Your bonded weapon serves as a spellcasting focus, and must be used as a focus for all spells (though may be in its dormant form): in a very real way, your spells are not cast so much as manifested from the weapon itself.

Bonded Weapon

At 3rd level, your powers and abilities come from your bonded weapon, which is tied to your very soul. It has a dormant form, which typically takes the form of a distinctive bracer or gauntlet (this does not interfere with wearing separate bracers or gauntlets: the weapon adjusts to fit around the other item). You can switch your weapon out of its dormant form as an action (and return it to its dormant form as a free action). When you switch the weapon into its active form, you can choose its shape: it can function as any melee weapon.

If you ever lose your grip on the weapon, it disappears and immediately reforms in its dormant configuration (it cannot be stolen, but it also cannot be thrown). If the weapon is broken, it appears in a cracked dormant form and cannot be used for spellcasting or as a weapon, but automatically repairs itself after a short or long rest. If greater magics destroy the weapon, you cannot use it or cast spells until completing a long rest, at which point it reforms.

You may also, if desired, use an additional action to manifest an offhand weapon or shield in the same styling as the main weapon.

All manifested weapons count as magical for the purpose of overcoming resistance and immunity to nonmagical attacks and damage. You can perform a one-hour ritual to allow your weapon to “eat” a melee weapon or shield and gain its magic powers and special materials. Subsequently, any time you switch to an active form that is the same weapon/shield type as the consumed item (in your main hand or offhand) you may treat it as the consumed item (though it still has the visual stylings of your weapon). You cannot combine powers/materials from items, even of the same weapon type, but may switch between them by re-manifesting the weapon. At the DM’s discretion, some items may immune to being consumed (due to power or role in the world).

Witch’s Armor

Beginning at 7th level, your weapon may additionally manifest and consume armor identically to weapons and shields. You may garb yourself in armor of a type of your choice as an action and, as with weapons and shields, it may have the material and powers of any armor it consumed of the same type. As with the weapon, the armor is heavily stylized based on the aesthetics of the weapon, making you extremely obvious as an agent of the weapon’s creator.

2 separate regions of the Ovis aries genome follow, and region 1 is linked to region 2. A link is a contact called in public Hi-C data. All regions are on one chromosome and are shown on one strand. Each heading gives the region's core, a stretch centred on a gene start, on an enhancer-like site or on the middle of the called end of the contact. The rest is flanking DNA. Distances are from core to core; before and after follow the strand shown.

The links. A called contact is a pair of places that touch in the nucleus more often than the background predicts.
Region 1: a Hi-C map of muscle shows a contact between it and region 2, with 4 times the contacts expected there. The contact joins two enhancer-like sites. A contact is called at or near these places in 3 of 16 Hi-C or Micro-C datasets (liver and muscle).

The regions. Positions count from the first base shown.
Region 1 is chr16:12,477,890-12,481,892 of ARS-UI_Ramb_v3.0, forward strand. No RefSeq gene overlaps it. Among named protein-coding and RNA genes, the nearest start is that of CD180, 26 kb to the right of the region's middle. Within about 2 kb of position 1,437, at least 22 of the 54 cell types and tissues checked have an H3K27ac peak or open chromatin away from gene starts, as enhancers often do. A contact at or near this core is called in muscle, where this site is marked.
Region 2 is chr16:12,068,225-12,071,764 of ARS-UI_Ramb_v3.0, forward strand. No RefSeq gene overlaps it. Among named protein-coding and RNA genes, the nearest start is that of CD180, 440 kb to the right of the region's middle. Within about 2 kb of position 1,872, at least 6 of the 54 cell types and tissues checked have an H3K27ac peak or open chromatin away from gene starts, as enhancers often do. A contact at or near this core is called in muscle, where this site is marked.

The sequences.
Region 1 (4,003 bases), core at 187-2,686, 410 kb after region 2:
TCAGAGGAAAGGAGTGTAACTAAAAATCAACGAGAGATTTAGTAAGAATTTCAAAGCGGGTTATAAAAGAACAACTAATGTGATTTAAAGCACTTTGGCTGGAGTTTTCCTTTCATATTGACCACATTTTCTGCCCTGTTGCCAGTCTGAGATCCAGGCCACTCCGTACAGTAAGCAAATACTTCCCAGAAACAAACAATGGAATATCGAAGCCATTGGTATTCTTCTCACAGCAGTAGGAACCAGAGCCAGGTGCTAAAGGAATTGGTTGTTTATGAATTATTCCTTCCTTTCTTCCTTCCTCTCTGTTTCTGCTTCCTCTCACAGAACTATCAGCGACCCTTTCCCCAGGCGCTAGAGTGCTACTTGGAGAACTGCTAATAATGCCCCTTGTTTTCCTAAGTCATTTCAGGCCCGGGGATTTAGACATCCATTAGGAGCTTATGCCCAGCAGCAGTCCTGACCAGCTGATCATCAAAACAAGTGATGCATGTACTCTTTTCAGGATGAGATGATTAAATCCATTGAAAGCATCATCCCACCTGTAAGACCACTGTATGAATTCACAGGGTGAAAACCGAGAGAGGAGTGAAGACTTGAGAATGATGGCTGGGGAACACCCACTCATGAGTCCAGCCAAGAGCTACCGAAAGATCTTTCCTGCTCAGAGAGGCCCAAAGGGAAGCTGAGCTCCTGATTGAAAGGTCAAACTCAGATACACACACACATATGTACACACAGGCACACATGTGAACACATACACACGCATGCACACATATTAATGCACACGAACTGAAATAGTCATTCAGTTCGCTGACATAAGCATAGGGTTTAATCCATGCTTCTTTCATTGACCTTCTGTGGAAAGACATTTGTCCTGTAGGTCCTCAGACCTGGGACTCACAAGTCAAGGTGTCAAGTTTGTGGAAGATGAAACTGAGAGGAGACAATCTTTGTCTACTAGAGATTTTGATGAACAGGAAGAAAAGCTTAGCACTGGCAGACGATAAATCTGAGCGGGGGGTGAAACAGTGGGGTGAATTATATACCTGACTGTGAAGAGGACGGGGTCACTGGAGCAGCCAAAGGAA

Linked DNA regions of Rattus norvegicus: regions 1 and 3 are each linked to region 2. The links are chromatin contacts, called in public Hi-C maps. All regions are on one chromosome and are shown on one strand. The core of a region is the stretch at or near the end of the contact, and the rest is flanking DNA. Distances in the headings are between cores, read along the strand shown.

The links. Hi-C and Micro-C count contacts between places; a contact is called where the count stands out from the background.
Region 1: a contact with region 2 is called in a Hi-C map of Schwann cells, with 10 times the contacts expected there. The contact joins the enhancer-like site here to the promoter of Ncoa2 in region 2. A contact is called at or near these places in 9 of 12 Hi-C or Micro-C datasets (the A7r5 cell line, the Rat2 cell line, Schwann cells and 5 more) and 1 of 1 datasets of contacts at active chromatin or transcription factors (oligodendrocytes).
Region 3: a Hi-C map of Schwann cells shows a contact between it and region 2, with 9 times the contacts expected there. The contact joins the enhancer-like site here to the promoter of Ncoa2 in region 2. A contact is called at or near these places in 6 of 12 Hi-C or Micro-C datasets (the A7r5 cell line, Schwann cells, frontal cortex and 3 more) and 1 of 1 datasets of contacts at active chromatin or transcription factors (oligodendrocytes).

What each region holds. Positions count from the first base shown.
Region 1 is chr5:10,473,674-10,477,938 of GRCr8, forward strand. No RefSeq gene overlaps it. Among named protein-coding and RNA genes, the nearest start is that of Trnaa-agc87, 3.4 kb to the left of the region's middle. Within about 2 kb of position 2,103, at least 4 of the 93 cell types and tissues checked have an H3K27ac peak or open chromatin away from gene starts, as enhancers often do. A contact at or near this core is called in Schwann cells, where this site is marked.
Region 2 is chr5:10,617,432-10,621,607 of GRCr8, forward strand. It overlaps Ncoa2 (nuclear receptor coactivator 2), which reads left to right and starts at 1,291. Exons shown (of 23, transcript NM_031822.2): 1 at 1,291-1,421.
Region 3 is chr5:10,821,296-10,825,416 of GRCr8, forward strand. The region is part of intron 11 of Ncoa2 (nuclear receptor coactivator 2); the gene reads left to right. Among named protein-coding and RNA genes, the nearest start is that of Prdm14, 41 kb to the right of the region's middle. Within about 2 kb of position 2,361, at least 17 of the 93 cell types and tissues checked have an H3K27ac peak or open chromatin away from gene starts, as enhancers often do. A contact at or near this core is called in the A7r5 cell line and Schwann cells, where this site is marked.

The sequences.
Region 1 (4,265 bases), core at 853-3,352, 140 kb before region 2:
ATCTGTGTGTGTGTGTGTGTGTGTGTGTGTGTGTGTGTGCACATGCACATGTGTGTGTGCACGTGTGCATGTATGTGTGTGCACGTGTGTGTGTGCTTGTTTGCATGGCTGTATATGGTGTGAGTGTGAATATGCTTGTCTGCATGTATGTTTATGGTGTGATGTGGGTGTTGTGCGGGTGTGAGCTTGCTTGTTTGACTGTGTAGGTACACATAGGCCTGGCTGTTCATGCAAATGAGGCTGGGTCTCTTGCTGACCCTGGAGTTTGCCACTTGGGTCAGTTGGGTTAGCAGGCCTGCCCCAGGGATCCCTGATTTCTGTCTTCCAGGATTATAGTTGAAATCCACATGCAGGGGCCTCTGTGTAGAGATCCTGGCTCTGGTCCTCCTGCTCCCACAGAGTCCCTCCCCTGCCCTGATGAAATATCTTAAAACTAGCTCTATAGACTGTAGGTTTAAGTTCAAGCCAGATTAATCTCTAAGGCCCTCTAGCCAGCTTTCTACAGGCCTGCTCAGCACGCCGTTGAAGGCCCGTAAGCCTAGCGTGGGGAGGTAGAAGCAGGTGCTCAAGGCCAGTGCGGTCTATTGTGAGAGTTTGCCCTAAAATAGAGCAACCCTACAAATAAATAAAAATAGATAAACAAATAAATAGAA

Additionally, while you have any type of this armor manifested, you gain Resistance to one or more types of damage based upon the creator of the armor. Suggested resistances include:

  • Aberrant: Psychic (and you gain advantage on Wisdom saving throws against spells and similar mental effects)
  • Celestial/Divine: Radiant and Necrotic
  • Fiendish: Any one damage type (changed over a short or long rest) unless dealt by silver or magic weapons
  • Fae: Bludgeoning, Piercing, and Slashing damage unless dealt by cold iron or magic weapons

Unearthly Might

Beginning at 10th level, you’ve become sufficiently in tune with your witch’s armor to augment your physical capabilities. While you have any armor manifested from your Witch’s Armor ability, you gain advantage on Strength and Constitution checks, and on Death saving throws, and you may expend a Hit Die as a reaction to reroll a failed Strength or Constitution saving throw.

Deathless Warrior

At 15th level, the magic of your weapon has deeply infused your body and soul, preserving you as an eternal champion. You no longer age naturally, and will not die from age-related causes (if you were already of advanced age before gaining this ability, you gradually decrease in physical age to your prime). All of your hit dice rolls to regain hit points during a short rest are maximized (take the maximum value of the die instead of rolling). When you use your Second Wind, you roll additional d10s for healing equal to your Charisma modifier (minimum 1) and remove any diseases or poisons affecting you. Even without using your Second Wind, any diseases or poisons affecting you are removed upon completing a short rest (or after the first hour of a long rest).